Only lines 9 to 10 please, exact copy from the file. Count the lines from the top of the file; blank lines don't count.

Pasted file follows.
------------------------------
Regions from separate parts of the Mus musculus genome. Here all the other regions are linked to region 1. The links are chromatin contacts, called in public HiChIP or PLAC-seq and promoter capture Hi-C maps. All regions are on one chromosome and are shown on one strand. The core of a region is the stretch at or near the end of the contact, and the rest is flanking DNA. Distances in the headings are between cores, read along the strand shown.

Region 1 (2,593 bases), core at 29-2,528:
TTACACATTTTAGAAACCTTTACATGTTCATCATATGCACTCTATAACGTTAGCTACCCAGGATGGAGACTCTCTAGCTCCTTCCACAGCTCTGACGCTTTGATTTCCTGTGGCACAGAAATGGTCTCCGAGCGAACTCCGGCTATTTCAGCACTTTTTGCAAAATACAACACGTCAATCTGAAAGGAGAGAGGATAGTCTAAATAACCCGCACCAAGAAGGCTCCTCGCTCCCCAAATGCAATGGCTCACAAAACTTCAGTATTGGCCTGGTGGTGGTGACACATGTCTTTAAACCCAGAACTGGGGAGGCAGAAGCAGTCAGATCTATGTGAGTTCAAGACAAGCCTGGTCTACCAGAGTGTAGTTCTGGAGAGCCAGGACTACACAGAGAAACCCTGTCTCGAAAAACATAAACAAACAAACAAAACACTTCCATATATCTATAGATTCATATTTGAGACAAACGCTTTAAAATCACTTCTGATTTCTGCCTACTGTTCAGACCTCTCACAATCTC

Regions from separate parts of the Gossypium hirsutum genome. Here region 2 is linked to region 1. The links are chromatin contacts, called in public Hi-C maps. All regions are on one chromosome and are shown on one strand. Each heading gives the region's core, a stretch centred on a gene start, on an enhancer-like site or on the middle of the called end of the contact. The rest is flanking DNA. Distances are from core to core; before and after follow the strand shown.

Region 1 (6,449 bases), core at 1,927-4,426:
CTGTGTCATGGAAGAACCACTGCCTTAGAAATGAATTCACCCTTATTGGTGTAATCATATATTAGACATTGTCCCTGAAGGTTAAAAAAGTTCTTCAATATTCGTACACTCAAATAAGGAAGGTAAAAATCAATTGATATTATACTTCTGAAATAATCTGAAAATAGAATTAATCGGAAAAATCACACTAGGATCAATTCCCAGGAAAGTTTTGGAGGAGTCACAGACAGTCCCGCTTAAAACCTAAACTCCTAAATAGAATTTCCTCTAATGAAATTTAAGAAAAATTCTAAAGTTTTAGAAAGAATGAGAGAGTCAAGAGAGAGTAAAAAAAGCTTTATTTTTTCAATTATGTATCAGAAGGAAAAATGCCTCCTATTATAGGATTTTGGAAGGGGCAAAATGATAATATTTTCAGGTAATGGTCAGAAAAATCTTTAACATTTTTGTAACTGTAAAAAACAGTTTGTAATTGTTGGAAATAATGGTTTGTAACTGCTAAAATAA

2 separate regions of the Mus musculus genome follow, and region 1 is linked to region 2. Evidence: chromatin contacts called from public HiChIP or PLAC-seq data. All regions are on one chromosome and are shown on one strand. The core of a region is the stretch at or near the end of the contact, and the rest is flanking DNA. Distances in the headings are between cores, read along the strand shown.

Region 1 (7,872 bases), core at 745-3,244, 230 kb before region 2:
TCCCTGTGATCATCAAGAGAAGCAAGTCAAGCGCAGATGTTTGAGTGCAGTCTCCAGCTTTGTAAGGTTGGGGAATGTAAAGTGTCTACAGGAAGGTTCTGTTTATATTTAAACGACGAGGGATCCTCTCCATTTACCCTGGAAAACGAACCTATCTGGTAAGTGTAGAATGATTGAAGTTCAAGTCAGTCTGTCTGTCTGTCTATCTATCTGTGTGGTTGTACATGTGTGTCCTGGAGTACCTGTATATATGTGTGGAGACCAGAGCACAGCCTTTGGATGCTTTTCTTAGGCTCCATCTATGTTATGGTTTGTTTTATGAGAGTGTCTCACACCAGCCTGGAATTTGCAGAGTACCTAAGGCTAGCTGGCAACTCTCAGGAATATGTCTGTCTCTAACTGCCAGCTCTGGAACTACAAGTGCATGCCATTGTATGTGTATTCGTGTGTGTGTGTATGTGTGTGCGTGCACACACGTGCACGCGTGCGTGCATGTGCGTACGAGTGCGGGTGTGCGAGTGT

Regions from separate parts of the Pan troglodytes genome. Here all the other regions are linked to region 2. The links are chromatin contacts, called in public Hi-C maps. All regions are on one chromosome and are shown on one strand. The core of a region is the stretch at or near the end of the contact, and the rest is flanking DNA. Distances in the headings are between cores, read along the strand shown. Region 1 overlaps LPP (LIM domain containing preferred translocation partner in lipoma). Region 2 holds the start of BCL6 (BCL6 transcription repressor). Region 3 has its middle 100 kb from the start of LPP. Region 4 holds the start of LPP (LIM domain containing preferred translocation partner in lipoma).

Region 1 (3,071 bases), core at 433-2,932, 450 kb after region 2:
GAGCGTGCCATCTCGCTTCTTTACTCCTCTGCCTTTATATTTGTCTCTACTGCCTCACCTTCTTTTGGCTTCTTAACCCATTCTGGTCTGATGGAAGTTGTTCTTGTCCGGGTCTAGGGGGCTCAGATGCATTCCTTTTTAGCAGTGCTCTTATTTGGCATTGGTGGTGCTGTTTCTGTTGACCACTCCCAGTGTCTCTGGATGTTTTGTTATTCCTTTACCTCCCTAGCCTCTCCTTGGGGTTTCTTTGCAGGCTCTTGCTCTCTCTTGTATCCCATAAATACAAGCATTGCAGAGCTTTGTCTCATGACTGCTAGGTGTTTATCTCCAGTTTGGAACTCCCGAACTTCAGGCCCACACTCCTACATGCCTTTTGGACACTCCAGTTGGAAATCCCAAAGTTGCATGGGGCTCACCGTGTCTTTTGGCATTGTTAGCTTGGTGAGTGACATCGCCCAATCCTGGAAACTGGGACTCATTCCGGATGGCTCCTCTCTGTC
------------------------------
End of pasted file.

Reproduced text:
TCCCTGTGATCATCAAGAGAAGCAAGTCAAGCGCAGATGTTTGAGTGCAGTCTCCAGCTTTGTAAGGTTGGGGAATGTAAAGTGTCTACAGGAAGGTTCTGTTTATATTTAAACGACGAGGGATCCTCTCCATTTACCCTGGAAAACGAACCTATCTGGTAAGTGTAGAATGATTGAAGTTCAAGTCAGTCTGTCTGTCTGTCTATCTATCTGTGTGGTTGTACATGTGTGTCCTGGAGTACCTGTATATATGTGTGGAGACCAGAGCACAGCCTTTGGATGCTTTTCTTAGGCTCCATCTATGTTATGGTTTGTTTTATGAGAGTGTCTCACACCAGCCTGGAATTTGCAGAGTACCTAAGGCTAGCTGGCAACTCTCAGGAATATGTCTGTCTCTAACTGCCAGCTCTGGAACTACAAGTGCATGCCATTGTATGTGTATTCGTGTGTGTGTGTATGTGTGTGCGTGCACACACGTGCACGCGTGCGTGCATGTGCGTACGAGTGCGGGTGTGCGAGTGT

Regions from separate parts of the Pan troglodytes genome. Here all the other regions are linked to region 2. The links are chromatin contacts, called in public Hi-C maps. All regions are on one chromosome and are shown on one strand. The core of a region is the stretch at or near the end of the contact, and the rest is flanking DNA. Distances in the headings are between cores, read along the strand shown. Region 1 overlaps LPP (LIM domain containing preferred translocation partner in lipoma). Region 2 holds the start of BCL6 (BCL6 transcription repressor). Region 3 has its middle 100 kb from the start of LPP. Region 4 holds the start of LPP (LIM domain containing preferred translocation partner in lipoma).